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New Central Library

Architectus, Schmidt Hammer Lassen Architects

Shared By

Sara Johnson

Construction Cost

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Project Description


The New Central Library (NCL) is one of the anchor projects in the Recovery Plan for the city of Christchurch after the damaging earthquakes in 2010 and 2011.  The Christchurch Central Recovery Plan provides the framework for the redevelopment of Christchurch city centre, which was severely damaged by the earthquakes.
The previous Central Library on Gloucester Street was badly damaged and the land it stands on has been designated for the city's new convention centre. The design concept for the Recovery Plan is for a greener, more accessible city with a compact city centre and a strong identity. The aim is to become a vibrant city for all people and cultures recognizing, in particular, the Ngai Tahu heritage and places of social and historical significance. 

Through extensive public and stakeholder engagement four key themes were identified to be incorporated into the design of the New Central Library – these were; Dynamically Connected for Discovery & Learning, A Fusion of Spaces for every Function, Equipped for Every Purpose, A Welcoming Place. 

The New Central Library will be the flagship of the Christchurch library network and provide an important civic function as a social gathering point in the rebuilt city. It will provide easy access to digital technologies and local heritage collections. There will be exhibition and performance spaces, a learning Centre, spaces to relax – indoors and outdoors – and activities to entertain and educate young people.

The NCL site sits on the northern edge of Cathedral Square – Christchurch´s key civic space defined by Christchurch’s Cathedral. The NCL looks to develop a visual and conceptual connection to culturally significant points in the Canterbury landscape and beyond which has driven the location and orientation of the roof terraces and large openings.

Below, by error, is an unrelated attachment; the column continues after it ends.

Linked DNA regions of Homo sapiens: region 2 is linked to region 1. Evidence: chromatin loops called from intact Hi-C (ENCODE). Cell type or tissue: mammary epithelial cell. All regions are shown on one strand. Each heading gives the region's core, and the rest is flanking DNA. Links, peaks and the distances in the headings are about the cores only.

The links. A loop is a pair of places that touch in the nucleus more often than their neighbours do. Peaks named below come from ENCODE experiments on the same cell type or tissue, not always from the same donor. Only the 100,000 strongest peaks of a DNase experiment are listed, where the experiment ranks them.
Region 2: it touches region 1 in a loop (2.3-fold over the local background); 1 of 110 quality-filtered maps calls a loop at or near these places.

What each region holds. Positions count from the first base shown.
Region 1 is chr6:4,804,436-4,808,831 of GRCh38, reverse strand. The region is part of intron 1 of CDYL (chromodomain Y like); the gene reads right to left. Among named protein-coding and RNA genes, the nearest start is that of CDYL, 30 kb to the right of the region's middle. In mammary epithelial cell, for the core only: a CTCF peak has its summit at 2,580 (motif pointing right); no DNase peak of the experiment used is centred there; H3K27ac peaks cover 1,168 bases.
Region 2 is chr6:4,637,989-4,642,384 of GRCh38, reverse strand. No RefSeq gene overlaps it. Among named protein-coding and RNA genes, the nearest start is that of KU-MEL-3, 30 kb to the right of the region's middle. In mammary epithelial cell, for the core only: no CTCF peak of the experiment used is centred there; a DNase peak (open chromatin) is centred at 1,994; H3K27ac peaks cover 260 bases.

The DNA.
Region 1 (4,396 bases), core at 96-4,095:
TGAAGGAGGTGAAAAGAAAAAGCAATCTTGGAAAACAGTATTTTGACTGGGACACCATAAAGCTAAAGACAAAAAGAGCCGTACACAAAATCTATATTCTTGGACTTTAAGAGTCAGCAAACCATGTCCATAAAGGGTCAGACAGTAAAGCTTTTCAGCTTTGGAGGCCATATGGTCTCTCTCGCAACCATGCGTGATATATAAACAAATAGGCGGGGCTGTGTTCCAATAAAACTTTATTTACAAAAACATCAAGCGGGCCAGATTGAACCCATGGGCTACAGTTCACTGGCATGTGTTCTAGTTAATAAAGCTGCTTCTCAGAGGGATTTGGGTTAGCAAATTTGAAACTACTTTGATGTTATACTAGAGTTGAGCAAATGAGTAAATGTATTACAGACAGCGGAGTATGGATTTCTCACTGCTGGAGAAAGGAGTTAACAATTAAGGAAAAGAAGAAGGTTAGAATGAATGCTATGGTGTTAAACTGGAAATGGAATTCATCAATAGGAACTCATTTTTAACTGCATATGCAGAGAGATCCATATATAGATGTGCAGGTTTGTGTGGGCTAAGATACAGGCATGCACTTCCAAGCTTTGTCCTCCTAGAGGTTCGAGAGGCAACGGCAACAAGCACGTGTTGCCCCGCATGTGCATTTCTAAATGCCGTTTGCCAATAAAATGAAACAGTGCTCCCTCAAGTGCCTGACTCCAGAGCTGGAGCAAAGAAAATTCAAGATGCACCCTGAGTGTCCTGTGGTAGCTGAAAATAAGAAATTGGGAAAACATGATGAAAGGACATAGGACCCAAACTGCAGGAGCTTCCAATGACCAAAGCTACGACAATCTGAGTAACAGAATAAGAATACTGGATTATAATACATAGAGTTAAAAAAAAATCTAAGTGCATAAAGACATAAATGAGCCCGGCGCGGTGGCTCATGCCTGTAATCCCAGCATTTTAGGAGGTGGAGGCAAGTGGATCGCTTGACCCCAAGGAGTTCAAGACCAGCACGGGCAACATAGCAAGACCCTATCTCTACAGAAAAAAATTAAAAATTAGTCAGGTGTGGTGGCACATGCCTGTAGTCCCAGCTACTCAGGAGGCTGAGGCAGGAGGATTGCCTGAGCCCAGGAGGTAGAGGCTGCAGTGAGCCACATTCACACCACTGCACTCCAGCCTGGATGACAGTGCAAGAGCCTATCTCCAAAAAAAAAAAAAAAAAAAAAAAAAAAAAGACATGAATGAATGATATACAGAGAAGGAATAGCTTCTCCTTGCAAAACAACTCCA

The Library is designed with strong references to the Ngai Tahu´s social and cultural traditions and the following three main components comprises the essence of this culture: 

Urban carpet
The ground floor of the NCL is treated as a continuation of the public realm of the square creating a welcoming and informal entrance and a strong connection between Cathedral Square, the NCL, and the city’s new convention centre. The ground floor contains the foyer, reception, café, meeting rooms and a Technology & Innovation department.

Community Arena
The design strongly expresses the Community Arena as the city´s place of discussion, debate and celebration with a strong connection to the civic space of Cathedral Square. The Community Arena is situated in between the Ground floor and the Pataka in order to enhance the position and importance of this function. It also includes activity rooms and the Children & Youth department. It’s oriented with a large, glazed opening toward the square in order for library activities to be part of and enliven the square.

The Pataka
The Pataka, for Ngai Tahu, symbolizes a knowledge storehouse raised upon posts. Therefore these upper three floors encloses the Oceania floor and the majority of the NCL´s collections, reading rooms and a creative area. Roof terraces and the western facade are oriented towards the distant views and wider context while the staggered atrium creates a strong vertical journey connecting “Mother Earth with Father Sky”.  The southern facade defines the northern edge of Cathedral Square supporting the definition of the Maltese Cross.

The Library is designed with materials closely related to New Zealand’s nature and range of colors. Exposed concrete up against warm timber, partly on floors and ceilings will reflect an atmosphere of authenticity and cultural embracement. 

The exterior and the cladding of the Pataka will have warm landscape hues with reference to nature.
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